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    Rare English Longhorn calf born at Conner Prairie through embryo transfer

    3/27/2017
    .New

    CONTACT
    Hannah Kiefer
    Communications Specialist
    Conner Prairie
    kiefer@connerprairie.org
    (800) 966-1836

    Editor’s note: Conner Prairie’s historic grounds open for the 2017 outdoor season Tuesday (March 28).

    FISHERS, Ind. (Monday, March 27, 2017/Conner Prairie) –An embryo transfer English Longhorn calf was born at Conner Prairie Wednesday – the first birth of its kind in decades. 

    The calf is now one of 11 English Longhorns at Conner Prairie, which has the second-largest herd of the breed in the U.S. There are only about 40 English Longhorns in the country.

    The 7-day-old embryo was shipped from England in liquid nitrogen to keep it cold and implanted into one of the museum’s Shorthorn cows at an offsite facility nine months ago. The embryo came from Blackbrook Longhorns, a facility located in the United Kingdom operated by John and Pat Stanley.

    Download a high-resolution image of the rare calf.

    “This is the only time it’s been done (with English Longhorns) in the United States since 1993,” said Conner Prairie Livestock Manager Kevyn Miller. “Blackbrook Longhorns have been instrumental in helping promote and preserve the breed.”

    The calf born at Conner Prairie is a bull. Miller said plans are to breed the bull to English Longhorn cows at the museum to diversify the genetics of the herd.

    “We’ve got two different genetic lines now,” Miller said. “We can keep breeding for several generations without inbreeding.”

    English Longhorn cattle are historically accurate to the 19th century. The breed also has several traits that would be lost forever should the breed go extinct. Those traits include lean and tender meat, a gentle disposition, exceptional mothering by cows and intelligence that’s superior to other breeds.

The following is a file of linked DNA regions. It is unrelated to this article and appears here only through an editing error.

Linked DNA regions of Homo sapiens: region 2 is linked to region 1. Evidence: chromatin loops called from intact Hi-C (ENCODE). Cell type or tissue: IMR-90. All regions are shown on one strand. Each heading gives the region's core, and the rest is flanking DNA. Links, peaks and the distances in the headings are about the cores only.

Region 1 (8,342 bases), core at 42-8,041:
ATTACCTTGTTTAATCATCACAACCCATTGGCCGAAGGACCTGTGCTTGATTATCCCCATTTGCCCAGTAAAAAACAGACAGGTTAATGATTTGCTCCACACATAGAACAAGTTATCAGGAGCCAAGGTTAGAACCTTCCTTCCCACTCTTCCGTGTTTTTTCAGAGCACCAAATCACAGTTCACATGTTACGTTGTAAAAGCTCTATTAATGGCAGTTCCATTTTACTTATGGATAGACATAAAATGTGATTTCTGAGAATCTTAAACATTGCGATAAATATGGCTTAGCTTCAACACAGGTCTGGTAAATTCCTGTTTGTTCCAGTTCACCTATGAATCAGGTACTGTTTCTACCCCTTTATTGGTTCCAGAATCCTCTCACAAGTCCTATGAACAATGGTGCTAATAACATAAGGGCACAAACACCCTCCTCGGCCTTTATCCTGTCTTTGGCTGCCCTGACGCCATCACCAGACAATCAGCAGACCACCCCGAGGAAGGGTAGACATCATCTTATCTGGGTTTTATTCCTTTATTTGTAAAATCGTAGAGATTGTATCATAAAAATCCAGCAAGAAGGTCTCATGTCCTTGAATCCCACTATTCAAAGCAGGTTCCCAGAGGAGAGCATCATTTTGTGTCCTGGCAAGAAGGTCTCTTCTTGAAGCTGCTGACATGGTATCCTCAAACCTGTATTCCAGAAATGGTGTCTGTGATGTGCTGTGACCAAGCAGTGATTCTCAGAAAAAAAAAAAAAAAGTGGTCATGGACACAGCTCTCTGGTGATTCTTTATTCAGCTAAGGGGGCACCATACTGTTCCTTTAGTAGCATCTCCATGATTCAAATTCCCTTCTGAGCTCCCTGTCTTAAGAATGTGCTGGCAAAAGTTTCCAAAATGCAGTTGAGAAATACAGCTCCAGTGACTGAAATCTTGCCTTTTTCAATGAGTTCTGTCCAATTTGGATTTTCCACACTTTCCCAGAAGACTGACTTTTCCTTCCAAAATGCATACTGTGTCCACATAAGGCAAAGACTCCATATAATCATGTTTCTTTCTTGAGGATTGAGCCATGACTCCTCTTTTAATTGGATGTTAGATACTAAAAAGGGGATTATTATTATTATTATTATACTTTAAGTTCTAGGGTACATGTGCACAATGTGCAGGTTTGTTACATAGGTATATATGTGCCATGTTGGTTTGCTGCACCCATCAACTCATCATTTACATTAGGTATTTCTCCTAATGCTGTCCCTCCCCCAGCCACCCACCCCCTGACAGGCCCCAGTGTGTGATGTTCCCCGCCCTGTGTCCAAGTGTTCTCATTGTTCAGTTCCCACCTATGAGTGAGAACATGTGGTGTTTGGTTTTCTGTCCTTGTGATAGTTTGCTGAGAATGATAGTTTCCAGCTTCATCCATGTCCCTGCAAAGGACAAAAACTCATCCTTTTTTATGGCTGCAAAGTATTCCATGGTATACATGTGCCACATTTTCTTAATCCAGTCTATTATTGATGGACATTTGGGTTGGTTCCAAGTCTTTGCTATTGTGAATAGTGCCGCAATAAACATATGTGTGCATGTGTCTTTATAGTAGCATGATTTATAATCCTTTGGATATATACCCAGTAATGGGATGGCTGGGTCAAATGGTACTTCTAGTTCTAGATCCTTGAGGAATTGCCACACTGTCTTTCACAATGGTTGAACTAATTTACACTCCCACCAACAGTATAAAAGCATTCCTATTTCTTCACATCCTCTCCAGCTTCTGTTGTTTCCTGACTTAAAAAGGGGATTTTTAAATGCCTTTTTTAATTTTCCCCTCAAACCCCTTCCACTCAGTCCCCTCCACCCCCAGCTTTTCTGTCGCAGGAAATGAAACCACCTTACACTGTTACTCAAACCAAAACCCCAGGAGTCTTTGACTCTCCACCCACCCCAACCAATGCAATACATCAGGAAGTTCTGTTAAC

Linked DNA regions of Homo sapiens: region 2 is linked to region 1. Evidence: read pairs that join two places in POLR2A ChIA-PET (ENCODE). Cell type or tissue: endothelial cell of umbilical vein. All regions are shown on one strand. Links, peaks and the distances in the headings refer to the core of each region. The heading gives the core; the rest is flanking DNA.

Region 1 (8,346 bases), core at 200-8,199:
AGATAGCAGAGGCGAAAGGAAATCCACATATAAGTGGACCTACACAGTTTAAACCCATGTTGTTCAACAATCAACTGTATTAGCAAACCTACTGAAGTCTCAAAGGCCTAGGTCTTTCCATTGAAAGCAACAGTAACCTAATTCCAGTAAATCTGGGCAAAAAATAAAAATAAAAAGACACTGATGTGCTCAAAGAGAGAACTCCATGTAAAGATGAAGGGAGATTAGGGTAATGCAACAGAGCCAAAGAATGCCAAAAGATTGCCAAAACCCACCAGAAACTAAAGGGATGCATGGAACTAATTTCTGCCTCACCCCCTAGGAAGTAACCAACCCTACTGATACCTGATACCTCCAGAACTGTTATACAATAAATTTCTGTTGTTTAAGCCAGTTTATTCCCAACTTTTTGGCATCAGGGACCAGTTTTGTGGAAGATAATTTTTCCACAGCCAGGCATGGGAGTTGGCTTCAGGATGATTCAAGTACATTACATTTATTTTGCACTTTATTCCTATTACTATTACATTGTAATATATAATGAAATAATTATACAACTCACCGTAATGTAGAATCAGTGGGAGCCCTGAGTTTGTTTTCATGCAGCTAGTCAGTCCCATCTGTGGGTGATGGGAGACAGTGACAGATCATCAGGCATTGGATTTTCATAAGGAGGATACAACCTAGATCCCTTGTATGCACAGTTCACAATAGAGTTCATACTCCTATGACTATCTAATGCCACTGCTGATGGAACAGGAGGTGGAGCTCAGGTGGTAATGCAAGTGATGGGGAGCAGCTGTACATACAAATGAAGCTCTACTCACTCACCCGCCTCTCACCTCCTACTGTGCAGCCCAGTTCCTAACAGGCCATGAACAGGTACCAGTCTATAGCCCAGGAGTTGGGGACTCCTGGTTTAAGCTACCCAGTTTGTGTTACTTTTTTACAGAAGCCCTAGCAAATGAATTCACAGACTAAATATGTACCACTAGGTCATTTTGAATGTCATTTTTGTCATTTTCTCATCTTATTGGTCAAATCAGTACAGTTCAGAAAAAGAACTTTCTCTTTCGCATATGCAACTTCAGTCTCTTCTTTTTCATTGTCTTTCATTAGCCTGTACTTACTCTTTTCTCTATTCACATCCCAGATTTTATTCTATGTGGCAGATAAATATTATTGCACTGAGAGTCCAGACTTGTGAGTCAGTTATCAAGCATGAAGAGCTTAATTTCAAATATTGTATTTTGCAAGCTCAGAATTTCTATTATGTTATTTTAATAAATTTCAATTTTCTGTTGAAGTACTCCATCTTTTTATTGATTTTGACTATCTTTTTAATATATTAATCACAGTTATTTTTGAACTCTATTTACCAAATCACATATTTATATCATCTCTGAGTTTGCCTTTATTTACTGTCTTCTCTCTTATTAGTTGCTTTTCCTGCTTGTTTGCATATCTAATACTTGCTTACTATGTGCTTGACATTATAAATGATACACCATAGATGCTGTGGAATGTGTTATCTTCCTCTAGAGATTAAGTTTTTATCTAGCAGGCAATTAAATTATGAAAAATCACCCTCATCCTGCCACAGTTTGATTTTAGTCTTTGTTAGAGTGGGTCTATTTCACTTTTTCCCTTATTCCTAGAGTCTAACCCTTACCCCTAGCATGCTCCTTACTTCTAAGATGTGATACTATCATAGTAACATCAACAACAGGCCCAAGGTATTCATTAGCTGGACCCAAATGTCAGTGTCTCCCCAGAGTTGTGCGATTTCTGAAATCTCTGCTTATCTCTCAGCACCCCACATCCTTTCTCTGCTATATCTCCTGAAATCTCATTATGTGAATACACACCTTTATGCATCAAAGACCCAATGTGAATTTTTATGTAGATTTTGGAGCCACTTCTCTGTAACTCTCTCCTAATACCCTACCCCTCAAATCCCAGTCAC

This is the first time Conner Prairie has used embryo transfer technology. Miller said it could prove instrumental in preserving English Longhorns in the U.S.

    “This is a new technology to save a really, really old breed,” he said.

    To learn more about Conner Prairie’s robust agriculture program and its heritage breeds, click here.

    Spanning nearly 1,000 wooded acres in central Indiana, Conner Prairie welcomes nearly 400,000 visitors of all ages annually. As Indiana’s first Smithsonian Institute affiliate, Conner Prairie offers various outdoor, historically themed destinations and indoor experiential learning spaces that combine history and art with science, technology, engineering and math to offer an authentic look into history that shapes society today.

     

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    Conner Prairie’s mission is to inspire curiosity and foster learning about Indiana by providing engaging, individualized and unique experiences. Created by Eli Lilly in 1934, Conner Prairie combines history with science, technology, engineering and math and encourages visitors to explore Indiana’s natural and cultural heritage through hands-on, immersive and interactive experiences. Inspiring visitors of all ages to discover more about the events, discoveries and forces that shaped the American Midwest, Conner Prairie offers various historically themed, indoor and outdoor experience areas throughout its nearly 1,000 acres of wooded property in Fishers, Ind. Indiana’s first Smithsonian Institute Affiliate and accredited by the American Alliance of Museums, Conner Prairie is a 501(c)3, non-profit organization that relies on grants and philanthropic donations from corporations and individuals for sustainability and growth. Visit connerprairie.org or call (800) 966-1836 for admission dates, hours, ticket prices and opportunities to donate and volunteer. Conner Prairie is on Facebook, Instagram, Twitter, LinkedIn, Snapchat (username: connerprairie), Flickr and YouTube.